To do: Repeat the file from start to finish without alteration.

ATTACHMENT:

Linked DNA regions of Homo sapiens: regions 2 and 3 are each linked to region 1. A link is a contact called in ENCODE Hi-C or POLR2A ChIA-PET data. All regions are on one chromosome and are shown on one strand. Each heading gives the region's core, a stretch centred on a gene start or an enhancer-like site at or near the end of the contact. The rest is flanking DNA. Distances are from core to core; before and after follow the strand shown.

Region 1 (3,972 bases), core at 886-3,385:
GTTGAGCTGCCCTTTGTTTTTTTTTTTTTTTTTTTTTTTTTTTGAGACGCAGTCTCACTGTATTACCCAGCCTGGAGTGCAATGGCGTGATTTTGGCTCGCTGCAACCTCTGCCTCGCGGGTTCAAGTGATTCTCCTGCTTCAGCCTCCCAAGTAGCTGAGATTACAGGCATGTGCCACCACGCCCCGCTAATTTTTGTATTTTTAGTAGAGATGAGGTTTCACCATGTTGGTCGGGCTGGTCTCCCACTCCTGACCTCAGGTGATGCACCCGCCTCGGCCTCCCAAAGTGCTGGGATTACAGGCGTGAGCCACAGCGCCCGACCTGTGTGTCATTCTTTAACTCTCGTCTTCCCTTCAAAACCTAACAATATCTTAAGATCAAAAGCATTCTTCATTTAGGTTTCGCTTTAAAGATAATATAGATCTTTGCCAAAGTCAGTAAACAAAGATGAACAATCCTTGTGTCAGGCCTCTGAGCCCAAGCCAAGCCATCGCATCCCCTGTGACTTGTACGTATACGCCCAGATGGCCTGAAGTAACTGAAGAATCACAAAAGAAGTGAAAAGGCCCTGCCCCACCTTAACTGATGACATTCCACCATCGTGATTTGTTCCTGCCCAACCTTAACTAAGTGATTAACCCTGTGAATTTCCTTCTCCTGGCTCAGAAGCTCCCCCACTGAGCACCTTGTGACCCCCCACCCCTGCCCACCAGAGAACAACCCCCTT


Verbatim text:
Linked DNA regions of Homo sapiens: regions 2 and 3 are each linked to region 1. A link is a contact called in ENCODE Hi-C or POLR2A ChIA-PET data. All regions are on one chromosome and are shown on one strand. Each heading gives the region's core, a stretch centred on a gene start or an enhancer-like site at or near the end of the contact. The rest is flanking DNA. Distances are from core to core; before and after follow the strand shown.

Region 1 (3,972 bases), core at 886-3,385:
GTTGAGCTGCCCTTTGTTTTTTTTTTTTTTTTTTTTTTTTTTTGAGACGCAGTCTCACTGTATTACCCAGCCTGGAGTGCAATGGCGTGATTTTGGCTCGCTGCAACCTCTGCCTCGCGGGTTCAAGTGATTCTCCTGCTTCAGCCTCCCAAGTAGCTGAGATTACAGGCATGTGCCACCACGCCCCGCTAATTTTTGTATTTTTAGTAGAGATGAGGTTTCACCATGTTGGTCGGGCTGGTCTCCCACTCCTGACCTCAGGTGATGCACCCGCCTCGGCCTCCCAAAGTGCTGGGATTACAGGCGTGAGCCACAGCGCCCGACCTGTGTGTCATTCTTTAACTCTCGTCTTCCCTTCAAAACCTAACAATATCTTAAGATCAAAAGCATTCTTCATTTAGGTTTCGCTTTAAAGATAATATAGATCTTTGCCAAAGTCAGTAAACAAAGATGAACAATCCTTGTGTCAGGCCTCTGAGCCCAAGCCAAGCCATCGCATCCCCTGTGACTTGTACGTATACGCCCAGATGGCCTGAAGTAACTGAAGAATCACAAAAGAAGTGAAAAGGCCCTGCCCCACCTTAACTGATGACATTCCACCATCGTGATTTGTTCCTGCCCAACCTTAACTAAGTGATTAACCCTGTGAATTTCCTTCTCCTGGCTCAGAAGCTCCCCCACTGAGCACCTTGTGACCCCCCACCCCTGCCCACCAGAGAACAACCCCCTT